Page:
Boulder Dash 30th Anniversary (Switch) Review
Tons of levels
Unlockable characters create variety to gameplay
No level editor, no multiplayer, no online leaderboards, no instant restarts
Looks like a mobile game (because it is)
Almost zero depth
The fact that Boulder Dash 30th Anniversary exists as a stand-alone, new title in the long running series is a triumph unto itself. Imagine if Nintendo created a Mario or Zelda title just to specifically celebrate an anniversary. Man, one can wish! Seeing that BBG Entertainment went the extra mile to create a new game, and involve the original creator no less, is some special. Unfortunately, even with the hundreds of stages and many unlockables, there really isn’t any staying power and depth to keep 2020 gamers entertained for long.
Gameplay hasn’t changed much since the original a few decades ago. Playing as a miner, the player needs to navigate underground passages by digging through stone, avoid getting squashed by boulders, and collect gems before finding the exit. Unfortunately, this arcade-style of gameplay is fine for a few levels before boredom inevitably makes an appearance. The hook is to complete each stage with a 3-star rating which is used to unlock the next batch of levels and eventually new playable characters that have different abilities. These extras are a nice touch but the player is still doing the same thing repeatedly and only the most dedicated of players will want to see it all.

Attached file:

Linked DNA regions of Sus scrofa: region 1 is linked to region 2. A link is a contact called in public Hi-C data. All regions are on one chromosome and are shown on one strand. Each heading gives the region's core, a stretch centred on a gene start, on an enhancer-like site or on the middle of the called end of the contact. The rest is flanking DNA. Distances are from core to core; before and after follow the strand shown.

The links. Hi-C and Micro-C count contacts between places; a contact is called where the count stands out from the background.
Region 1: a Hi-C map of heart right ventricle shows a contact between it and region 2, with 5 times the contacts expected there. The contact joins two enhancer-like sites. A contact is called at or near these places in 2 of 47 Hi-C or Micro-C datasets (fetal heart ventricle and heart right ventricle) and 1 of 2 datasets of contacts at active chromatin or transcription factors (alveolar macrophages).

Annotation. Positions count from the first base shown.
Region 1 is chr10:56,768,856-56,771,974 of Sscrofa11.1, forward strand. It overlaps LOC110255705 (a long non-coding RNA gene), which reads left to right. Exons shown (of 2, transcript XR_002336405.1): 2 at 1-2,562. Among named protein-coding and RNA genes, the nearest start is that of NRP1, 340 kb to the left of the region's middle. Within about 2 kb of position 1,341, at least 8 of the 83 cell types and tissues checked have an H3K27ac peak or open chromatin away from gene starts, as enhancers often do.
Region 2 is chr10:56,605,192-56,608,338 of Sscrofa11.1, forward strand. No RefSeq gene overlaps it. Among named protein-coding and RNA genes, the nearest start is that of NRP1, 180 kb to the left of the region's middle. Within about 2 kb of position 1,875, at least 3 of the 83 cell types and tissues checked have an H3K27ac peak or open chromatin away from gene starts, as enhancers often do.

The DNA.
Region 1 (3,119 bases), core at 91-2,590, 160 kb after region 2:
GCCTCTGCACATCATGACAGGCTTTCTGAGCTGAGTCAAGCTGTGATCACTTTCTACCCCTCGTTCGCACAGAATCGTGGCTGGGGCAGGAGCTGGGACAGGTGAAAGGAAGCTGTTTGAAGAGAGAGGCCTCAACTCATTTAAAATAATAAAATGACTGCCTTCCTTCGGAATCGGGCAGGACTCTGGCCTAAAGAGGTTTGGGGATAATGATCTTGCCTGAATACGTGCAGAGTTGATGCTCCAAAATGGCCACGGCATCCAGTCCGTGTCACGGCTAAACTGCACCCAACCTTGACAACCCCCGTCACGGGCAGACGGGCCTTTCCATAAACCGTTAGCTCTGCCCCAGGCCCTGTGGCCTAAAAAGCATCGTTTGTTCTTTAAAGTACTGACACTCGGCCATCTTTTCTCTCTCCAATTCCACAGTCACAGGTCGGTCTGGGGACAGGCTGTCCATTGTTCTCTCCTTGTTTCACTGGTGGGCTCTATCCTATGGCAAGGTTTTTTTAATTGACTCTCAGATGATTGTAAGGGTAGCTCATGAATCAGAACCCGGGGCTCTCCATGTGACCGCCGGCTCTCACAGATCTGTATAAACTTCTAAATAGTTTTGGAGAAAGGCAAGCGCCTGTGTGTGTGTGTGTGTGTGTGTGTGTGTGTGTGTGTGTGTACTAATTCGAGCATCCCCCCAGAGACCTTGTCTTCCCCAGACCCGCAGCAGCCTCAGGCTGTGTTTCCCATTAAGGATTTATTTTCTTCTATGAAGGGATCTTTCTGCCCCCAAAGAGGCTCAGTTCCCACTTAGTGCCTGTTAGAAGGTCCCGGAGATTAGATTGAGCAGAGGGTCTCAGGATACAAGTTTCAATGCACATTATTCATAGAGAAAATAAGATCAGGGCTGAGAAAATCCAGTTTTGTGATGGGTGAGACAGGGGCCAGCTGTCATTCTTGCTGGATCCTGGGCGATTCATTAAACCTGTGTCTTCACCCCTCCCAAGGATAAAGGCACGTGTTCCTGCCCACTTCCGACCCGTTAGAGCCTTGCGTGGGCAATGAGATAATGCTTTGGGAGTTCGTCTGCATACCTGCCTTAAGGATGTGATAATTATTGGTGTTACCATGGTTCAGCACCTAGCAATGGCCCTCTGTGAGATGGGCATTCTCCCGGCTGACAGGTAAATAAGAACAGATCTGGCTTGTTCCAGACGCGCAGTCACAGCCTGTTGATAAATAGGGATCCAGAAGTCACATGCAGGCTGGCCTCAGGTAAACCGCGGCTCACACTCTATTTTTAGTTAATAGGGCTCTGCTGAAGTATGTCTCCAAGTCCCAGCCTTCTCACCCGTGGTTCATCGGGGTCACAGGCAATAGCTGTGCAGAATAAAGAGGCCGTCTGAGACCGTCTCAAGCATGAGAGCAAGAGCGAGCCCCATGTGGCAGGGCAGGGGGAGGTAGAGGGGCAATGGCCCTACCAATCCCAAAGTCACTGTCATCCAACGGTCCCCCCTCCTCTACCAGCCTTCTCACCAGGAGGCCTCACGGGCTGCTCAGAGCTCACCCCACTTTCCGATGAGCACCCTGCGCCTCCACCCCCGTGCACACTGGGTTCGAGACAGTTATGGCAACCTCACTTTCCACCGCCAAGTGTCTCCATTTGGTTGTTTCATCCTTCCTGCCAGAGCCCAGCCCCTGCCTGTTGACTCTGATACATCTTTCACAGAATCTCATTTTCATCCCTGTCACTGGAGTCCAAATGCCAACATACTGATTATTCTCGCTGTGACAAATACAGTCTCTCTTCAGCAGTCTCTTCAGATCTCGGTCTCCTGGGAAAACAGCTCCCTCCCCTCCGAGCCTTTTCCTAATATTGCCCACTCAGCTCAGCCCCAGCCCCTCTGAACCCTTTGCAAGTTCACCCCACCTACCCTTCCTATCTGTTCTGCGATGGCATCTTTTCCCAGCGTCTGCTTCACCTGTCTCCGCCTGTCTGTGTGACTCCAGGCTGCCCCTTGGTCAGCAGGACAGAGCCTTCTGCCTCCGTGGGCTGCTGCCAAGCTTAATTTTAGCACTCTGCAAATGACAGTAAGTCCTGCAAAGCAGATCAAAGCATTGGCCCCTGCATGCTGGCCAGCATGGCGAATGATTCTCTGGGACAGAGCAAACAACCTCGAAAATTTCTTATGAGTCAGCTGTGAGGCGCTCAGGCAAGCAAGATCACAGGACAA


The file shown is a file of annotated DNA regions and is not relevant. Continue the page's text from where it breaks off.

The presentation also feels like a budget title as this was originally released on mobile. The mobile presentation, such as the goofy character visuals and art style, also doesn’t feel quite right when using a controller. The loose play control almost becomes a moot point when compared to the audio department. After completing the first world, I thought it was strange that there was no music. It wasn’t until I jacked up the volume on my TV did I realize there actually was audio in this game. Even with the in-game audio sliders maxed in the options menu, it is nearly impossible to hear anything. Don’t be quick to turn up the volume, however, as the sound effects, like the super strange stage-ending scream, is pretty terrible.
It is nice to see a long running game series be celebrated with a new game but winds up being a shame when the package caves in. Even if the visuals and audio issues where fixed, there still is no level editor, no multiplayer, no online leaderboards, and no instant restarts. Without any modern quality of life features, Boulder Dash 30th Anniversary is a product of its time.
Don’t Forget About: Dig Dug Digging Strike (DS)
Also Try: any Mr. Driller title
Not To Be Confused With: Lode Runner
By: Zachary Gasiorowski, Editor in Chief myGamer.com